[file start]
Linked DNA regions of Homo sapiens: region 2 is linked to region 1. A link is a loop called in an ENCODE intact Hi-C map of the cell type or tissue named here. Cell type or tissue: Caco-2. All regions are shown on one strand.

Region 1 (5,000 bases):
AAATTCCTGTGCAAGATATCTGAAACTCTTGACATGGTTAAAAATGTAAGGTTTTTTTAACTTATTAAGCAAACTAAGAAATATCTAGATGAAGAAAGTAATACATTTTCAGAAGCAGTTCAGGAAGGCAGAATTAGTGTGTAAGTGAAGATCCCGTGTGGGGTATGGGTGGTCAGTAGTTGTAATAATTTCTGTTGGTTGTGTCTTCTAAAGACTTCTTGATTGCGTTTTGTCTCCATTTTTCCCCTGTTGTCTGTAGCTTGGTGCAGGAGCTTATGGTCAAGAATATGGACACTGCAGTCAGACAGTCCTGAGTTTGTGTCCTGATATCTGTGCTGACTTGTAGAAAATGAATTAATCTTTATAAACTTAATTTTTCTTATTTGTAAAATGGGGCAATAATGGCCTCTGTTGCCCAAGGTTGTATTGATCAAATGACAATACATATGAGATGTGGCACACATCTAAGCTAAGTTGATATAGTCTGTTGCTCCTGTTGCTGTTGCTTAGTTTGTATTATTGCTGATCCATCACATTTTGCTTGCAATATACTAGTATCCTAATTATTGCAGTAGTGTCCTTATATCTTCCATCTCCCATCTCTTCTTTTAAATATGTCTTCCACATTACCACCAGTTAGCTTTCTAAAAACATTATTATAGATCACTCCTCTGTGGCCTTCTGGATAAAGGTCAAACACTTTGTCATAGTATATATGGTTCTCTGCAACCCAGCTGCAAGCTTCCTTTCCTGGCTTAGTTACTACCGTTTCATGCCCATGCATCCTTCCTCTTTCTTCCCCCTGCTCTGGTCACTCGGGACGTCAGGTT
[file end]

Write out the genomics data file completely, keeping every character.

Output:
Linked DNA regions of Homo sapiens: region 2 is linked to region 1. A link is a loop called in an ENCODE intact Hi-C map of the cell type or tissue named here. Cell type or tissue: Caco-2. All regions are shown on one strand.

Region 1 (5,000 bases):
AAATTCCTGTGCAAGATATCTGAAACTCTTGACATGGTTAAAAATGTAAGGTTTTTTTAACTTATTAAGCAAACTAAGAAATATCTAGATGAAGAAAGTAATACATTTTCAGAAGCAGTTCAGGAAGGCAGAATTAGTGTGTAAGTGAAGATCCCGTGTGGGGTATGGGTGGTCAGTAGTTGTAATAATTTCTGTTGGTTGTGTCTTCTAAAGACTTCTTGATTGCGTTTTGTCTCCATTTTTCCCCTGTTGTCTGTAGCTTGGTGCAGGAGCTTATGGTCAAGAATATGGACACTGCAGTCAGACAGTCCTGAGTTTGTGTCCTGATATCTGTGCTGACTTGTAGAAAATGAATTAATCTTTATAAACTTAATTTTTCTTATTTGTAAAATGGGGCAATAATGGCCTCTGTTGCCCAAGGTTGTATTGATCAAATGACAATACATATGAGATGTGGCACACATCTAAGCTAAGTTGATATAGTCTGTTGCTCCTGTTGCTGTTGCTTAGTTTGTATTATTGCTGATCCATCACATTTTGCTTGCAATATACTAGTATCCTAATTATTGCAGTAGTGTCCTTATATCTTCCATCTCCCATCTCTTCTTTTAAATATGTCTTCCACATTACCACCAGTTAGCTTTCTAAAAACATTATTATAGATCACTCCTCTGTGGCCTTCTGGATAAAGGTCAAACACTTTGTCATAGTATATATGGTTCTCTGCAACCCAGCTGCAAGCTTCCTTTCCTGGCTTAGTTACTACCGTTTCATGCCCATGCATCCTTCCTCTTTCTTCCCCCTGCTCTGGTCACTCGGGACGTCAGGTT